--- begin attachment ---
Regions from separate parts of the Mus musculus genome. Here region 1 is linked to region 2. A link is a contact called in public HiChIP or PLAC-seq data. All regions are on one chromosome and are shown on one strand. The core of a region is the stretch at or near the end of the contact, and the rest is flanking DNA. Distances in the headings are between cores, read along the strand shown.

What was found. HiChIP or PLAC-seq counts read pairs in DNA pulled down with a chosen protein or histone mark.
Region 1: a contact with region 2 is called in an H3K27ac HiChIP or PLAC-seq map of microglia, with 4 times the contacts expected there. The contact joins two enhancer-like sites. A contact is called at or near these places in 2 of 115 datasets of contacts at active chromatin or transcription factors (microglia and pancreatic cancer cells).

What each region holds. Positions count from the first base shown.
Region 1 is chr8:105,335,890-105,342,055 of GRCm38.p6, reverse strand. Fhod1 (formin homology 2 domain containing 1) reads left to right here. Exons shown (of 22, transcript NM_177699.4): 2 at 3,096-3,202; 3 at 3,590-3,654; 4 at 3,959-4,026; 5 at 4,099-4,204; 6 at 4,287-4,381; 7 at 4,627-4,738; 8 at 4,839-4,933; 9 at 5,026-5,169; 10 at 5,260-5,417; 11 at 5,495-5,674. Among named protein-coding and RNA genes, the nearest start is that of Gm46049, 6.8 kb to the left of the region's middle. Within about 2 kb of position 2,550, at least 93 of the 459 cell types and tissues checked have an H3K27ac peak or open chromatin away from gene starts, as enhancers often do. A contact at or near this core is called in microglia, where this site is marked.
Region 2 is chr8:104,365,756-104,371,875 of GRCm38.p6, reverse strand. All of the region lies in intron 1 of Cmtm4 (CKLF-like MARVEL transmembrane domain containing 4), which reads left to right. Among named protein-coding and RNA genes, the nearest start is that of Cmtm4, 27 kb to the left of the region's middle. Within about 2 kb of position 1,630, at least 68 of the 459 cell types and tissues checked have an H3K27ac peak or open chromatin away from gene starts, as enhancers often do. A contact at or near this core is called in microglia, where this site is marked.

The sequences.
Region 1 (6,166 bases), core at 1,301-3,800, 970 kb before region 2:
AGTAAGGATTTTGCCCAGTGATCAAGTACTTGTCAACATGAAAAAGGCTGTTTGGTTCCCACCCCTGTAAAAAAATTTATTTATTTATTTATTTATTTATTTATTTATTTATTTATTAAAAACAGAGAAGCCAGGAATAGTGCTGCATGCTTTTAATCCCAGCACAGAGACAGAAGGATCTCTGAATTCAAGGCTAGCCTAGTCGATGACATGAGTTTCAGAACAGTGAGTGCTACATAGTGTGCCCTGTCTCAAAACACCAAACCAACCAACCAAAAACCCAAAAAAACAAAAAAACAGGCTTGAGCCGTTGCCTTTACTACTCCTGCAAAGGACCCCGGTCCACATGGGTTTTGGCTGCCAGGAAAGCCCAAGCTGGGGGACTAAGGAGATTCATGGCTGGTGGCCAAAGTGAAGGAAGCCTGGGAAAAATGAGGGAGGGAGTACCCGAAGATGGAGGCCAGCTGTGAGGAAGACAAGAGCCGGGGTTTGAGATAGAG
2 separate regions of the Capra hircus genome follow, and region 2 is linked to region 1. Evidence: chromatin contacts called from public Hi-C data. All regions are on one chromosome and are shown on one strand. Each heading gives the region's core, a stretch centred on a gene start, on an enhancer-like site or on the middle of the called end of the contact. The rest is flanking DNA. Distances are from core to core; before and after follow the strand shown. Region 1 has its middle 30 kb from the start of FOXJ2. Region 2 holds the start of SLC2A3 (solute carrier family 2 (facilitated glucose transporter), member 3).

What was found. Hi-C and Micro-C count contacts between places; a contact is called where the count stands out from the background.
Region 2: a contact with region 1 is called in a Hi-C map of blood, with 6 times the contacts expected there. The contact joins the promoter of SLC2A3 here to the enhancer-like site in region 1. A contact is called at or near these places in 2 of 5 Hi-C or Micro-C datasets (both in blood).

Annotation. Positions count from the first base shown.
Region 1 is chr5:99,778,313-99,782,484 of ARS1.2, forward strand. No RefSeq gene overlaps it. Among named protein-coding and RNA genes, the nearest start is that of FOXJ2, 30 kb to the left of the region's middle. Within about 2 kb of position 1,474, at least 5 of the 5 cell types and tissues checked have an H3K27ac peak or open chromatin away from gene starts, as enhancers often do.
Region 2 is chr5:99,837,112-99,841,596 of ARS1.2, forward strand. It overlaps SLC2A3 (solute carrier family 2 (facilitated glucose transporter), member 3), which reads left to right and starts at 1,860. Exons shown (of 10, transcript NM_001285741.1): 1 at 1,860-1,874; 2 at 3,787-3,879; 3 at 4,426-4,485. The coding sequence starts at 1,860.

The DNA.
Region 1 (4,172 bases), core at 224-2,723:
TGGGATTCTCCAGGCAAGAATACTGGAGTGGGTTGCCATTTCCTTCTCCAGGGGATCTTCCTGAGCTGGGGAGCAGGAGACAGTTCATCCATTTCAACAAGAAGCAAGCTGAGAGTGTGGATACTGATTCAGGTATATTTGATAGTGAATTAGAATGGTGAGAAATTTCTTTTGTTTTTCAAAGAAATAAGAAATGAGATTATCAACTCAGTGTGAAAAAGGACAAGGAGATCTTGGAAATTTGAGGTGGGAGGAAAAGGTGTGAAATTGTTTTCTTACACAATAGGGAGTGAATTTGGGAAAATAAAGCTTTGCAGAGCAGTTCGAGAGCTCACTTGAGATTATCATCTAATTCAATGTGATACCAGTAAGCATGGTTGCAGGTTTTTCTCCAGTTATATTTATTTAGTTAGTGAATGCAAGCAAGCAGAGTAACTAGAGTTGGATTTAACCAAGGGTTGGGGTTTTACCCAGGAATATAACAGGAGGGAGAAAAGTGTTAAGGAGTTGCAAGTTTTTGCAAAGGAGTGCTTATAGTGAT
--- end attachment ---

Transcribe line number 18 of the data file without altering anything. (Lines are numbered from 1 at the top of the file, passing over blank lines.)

TGGGATTCTCCAGGCAAGAATACTGGAGTGGGTTGCCATTTCCTTCTCCAGGGGATCTTCCTGAGCTGGGGAGCAGGAGACAGTTCATCCATTTCAACAAGAAGCAAGCTGAGAGTGTGGATACTGATTCAGGTATATTTGATAGTGAATTAGAATGGTGAGAAATTTCTTTTGTTTTTCAAAGAAATAAGAAATGAGATTATCAACTCAGTGTGAAAAAGGACAAGGAGATCTTGGAAATTTGAGGTGGGAGGAAAAGGTGTGAAATTGTTTTCTTACACAATAGGGAGTGAATTTGGGAAAATAAAGCTTTGCAGAGCAGTTCGAGAGCTCACTTGAGATTATCATCTAATTCAATGTGATACCAGTAAGCATGGTTGCAGGTTTTTCTCCAGTTATATTTATTTAGTTAGTGAATGCAAGCAAGCAGAGTAACTAGAGTTGGATTTAACCAAGGGTTGGGGTTTTACCCAGGAATATAACAGGAGGGAGAAAAGTGTTAAGGAGTTGCAAGTTTTTGCAAAGGAGTGCTTATAGTGAT